• God is the Creator of all that is.
  • Understanding that God is the Creator provides the foundation for understanding every other aspect of life. 
  • There is only one God.
  • God exists in three persons: Father, Son, and Holy Spirit.
  • God is outside creation.
  • God is greater than anything he has created.
  • God is far greater than our minds can grasp.
  • God is spirit.
  • God is in all places at all times.
  • God sees all things that take place.
  • God will call every action to judgment at the right time.
  • God knows everything--everything that is, that has been, that will be, that could be.
  • God possesses all wisdom.
  • He has the best possible goal for all things--his own glory--and uses the best possible means to attain that goal.
  • God possesses all power.
  • God is the highest ruler over all. 
  • God rules his creation. It all does his will. 
  • God rules in providence (all the ordinary--and extraordinary--things that happen every day).
  • God is holy. He is perfectly good and righteous.
  • God requires holiness from his people.
  • God gives laws to humans. 
  • God will judge all men by his holy laws. 
  • God loves his people.
  • God shows grace to his people, giving them what they do not deserve.
  • God gave his Son out of love for his people.
  • God is eternal, with no beginning and no end. 
  • There are things that are true, always and everywhere.
  • Truth does not change.
  • Truth is true for everyone--even for those who do not believe it.
  • Believing only has value when the thing believed in is true.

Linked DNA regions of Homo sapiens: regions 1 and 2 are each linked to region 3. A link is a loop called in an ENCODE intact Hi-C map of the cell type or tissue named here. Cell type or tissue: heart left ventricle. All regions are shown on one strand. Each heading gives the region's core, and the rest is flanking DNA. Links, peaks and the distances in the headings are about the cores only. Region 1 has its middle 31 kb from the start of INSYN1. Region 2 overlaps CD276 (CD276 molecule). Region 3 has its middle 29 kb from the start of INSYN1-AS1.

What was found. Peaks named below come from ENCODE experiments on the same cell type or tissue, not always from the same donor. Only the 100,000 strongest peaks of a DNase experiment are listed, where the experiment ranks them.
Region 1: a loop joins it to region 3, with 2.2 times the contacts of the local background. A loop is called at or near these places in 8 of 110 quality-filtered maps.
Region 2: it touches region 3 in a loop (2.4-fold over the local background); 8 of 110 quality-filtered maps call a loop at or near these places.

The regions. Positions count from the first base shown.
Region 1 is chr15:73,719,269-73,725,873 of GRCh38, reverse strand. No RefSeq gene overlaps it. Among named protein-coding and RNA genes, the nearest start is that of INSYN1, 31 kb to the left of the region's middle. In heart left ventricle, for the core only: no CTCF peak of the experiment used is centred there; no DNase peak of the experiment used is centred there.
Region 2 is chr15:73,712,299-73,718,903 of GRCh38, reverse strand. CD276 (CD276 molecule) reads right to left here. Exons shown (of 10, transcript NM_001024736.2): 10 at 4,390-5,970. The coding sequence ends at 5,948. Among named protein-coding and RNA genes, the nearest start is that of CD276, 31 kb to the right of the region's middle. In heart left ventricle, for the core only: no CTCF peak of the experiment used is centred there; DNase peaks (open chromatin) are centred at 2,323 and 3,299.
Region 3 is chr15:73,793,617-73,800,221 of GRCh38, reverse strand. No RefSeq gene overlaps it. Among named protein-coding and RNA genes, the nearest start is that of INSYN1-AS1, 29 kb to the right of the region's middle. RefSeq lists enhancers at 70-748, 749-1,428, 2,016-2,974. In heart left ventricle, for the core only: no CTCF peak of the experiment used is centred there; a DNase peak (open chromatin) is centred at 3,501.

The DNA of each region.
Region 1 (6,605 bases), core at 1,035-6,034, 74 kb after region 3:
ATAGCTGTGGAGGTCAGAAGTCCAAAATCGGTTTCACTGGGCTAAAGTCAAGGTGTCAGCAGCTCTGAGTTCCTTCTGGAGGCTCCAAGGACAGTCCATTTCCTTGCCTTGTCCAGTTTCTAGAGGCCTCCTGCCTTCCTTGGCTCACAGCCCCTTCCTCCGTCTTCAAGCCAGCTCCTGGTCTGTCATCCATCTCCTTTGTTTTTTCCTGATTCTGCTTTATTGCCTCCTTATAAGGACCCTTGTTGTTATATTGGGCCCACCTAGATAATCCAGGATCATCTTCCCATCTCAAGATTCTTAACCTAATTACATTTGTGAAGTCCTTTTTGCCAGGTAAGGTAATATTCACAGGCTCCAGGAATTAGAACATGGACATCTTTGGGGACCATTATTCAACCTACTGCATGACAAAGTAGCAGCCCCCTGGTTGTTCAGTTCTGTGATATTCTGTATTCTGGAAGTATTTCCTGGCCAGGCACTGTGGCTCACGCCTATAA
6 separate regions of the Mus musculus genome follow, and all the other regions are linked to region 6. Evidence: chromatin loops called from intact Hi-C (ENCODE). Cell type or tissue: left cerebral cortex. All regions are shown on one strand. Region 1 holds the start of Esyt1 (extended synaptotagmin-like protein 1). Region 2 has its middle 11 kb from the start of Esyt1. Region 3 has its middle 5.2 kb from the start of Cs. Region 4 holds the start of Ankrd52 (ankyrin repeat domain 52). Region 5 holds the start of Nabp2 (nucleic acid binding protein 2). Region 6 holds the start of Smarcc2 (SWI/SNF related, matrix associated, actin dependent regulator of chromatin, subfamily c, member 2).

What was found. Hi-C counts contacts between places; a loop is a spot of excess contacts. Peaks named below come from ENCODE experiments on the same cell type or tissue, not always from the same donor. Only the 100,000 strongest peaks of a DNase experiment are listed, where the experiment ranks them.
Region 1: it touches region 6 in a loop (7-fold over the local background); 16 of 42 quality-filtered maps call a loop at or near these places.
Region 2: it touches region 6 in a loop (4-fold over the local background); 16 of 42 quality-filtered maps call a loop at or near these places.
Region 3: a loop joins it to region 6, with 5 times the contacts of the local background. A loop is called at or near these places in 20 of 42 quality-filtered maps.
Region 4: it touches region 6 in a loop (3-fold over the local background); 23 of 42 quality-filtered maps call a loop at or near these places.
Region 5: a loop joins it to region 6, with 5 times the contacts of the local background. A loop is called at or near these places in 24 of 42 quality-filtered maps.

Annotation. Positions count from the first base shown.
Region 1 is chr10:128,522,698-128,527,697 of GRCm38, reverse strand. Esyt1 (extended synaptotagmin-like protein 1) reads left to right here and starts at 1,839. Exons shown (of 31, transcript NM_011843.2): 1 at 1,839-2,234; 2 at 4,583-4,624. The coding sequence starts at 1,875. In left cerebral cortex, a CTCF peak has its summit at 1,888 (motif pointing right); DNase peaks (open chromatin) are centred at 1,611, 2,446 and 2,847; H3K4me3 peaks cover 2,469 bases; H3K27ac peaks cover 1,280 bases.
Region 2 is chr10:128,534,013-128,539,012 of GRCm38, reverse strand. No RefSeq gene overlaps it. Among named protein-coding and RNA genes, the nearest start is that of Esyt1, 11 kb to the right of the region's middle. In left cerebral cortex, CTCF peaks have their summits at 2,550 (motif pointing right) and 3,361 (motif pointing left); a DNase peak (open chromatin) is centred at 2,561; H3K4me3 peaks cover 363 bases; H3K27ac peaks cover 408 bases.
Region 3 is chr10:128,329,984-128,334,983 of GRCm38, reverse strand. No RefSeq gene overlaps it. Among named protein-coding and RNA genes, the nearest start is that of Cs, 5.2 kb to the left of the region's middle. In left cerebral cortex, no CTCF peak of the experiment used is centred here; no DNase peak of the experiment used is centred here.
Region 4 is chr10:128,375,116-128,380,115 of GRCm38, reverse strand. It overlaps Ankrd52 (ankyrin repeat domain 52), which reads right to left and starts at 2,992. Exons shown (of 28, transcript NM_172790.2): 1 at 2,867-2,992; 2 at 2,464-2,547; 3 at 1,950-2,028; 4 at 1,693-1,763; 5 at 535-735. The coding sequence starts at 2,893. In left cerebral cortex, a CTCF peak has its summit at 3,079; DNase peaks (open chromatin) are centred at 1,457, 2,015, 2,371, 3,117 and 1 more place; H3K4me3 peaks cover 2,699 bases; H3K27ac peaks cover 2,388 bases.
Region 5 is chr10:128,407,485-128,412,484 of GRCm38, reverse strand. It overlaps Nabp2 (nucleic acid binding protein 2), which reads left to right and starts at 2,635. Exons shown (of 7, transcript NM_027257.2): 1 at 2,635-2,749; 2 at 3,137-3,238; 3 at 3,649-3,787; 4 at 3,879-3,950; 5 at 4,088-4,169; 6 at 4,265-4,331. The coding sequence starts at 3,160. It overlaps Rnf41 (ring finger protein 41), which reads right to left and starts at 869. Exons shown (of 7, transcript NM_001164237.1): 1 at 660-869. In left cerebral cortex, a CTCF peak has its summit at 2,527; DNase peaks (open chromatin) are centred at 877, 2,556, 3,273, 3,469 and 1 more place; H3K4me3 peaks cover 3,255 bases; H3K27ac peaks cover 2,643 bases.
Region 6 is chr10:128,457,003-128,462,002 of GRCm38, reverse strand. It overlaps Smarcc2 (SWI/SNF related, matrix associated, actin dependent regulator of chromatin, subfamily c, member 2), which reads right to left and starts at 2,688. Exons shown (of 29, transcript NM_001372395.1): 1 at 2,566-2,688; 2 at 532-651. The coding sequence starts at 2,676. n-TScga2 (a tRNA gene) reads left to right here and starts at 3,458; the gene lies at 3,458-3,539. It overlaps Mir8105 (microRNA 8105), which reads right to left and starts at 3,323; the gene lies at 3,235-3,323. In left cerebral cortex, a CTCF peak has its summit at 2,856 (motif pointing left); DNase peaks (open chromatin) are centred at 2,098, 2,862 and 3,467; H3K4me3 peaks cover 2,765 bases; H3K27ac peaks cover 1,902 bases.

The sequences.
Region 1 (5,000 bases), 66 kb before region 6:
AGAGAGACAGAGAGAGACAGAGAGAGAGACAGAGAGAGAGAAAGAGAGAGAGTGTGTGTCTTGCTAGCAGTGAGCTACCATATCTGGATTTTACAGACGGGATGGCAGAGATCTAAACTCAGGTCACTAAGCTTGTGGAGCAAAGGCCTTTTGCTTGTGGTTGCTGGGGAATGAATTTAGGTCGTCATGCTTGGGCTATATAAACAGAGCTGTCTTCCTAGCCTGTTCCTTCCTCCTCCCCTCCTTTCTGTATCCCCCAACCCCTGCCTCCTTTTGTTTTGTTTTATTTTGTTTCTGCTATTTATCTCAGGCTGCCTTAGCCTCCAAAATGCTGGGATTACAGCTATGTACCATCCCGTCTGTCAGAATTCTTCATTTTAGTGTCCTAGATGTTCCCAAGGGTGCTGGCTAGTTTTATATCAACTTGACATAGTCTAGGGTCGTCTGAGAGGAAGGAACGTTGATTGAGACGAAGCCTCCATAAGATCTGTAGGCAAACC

• Believing what is not true is dangerous.
  • Christianity is made up of truths to be believed.

 Favorite quotes:
To the degree that our children do not know the fullness of God's Word, to that degree they will not know God as fully as he wills to be known.
Our children cannot apply Scripture without knowing what it says. They cannot love Christ without knowing who he is. They can't obey God without knowing what he has commanded. And they will not know these things if we do not provide deliberate, thorough, rigorous instruction, just as we would for subjects like math or grammar. 
The good we hope for our children may occur. But we can give them no other world to live in than this fallen one. Our children's environment, no matter what their home address is, will be horribly marred by sin and its results. They will have great sorrows and struggles, sooner or later. Will they be ready?
There are set and specific truths that comprise the Christian faith, and for something to be Christian, it must embrace those truths. Conversely, there are limits and parameters… Christianity is, first of all, a body of truth--to be known, understood, embraced, applied, and passed on. "Spiritual" ideas and feelings, divorced from that body of truth, are not Christian, no matter what those who have them say. Our children must know, first of all, the body of truth taught by Jesus, built upon and communicated by the apostles, and passed down in the church through centuries. Without that body of truth, they do not have Christianity. 
Knowing God, as he has revealed himself in Scripture, is fully relevant, fully practical, for all of life. To live without knowing this God is to live without God. There is no other. On the other hand, to possess a sound knowledge of God's character is to be grounded on the surest foundation possible on which to build a human life. When our children know God's attributes, first in their minds as objective fact, then in their hearts as deeply felt assurance, they will be prepared for the worst--for for the best--that life can throw at them. 

© Becky Laney of Operation Actually Read Bible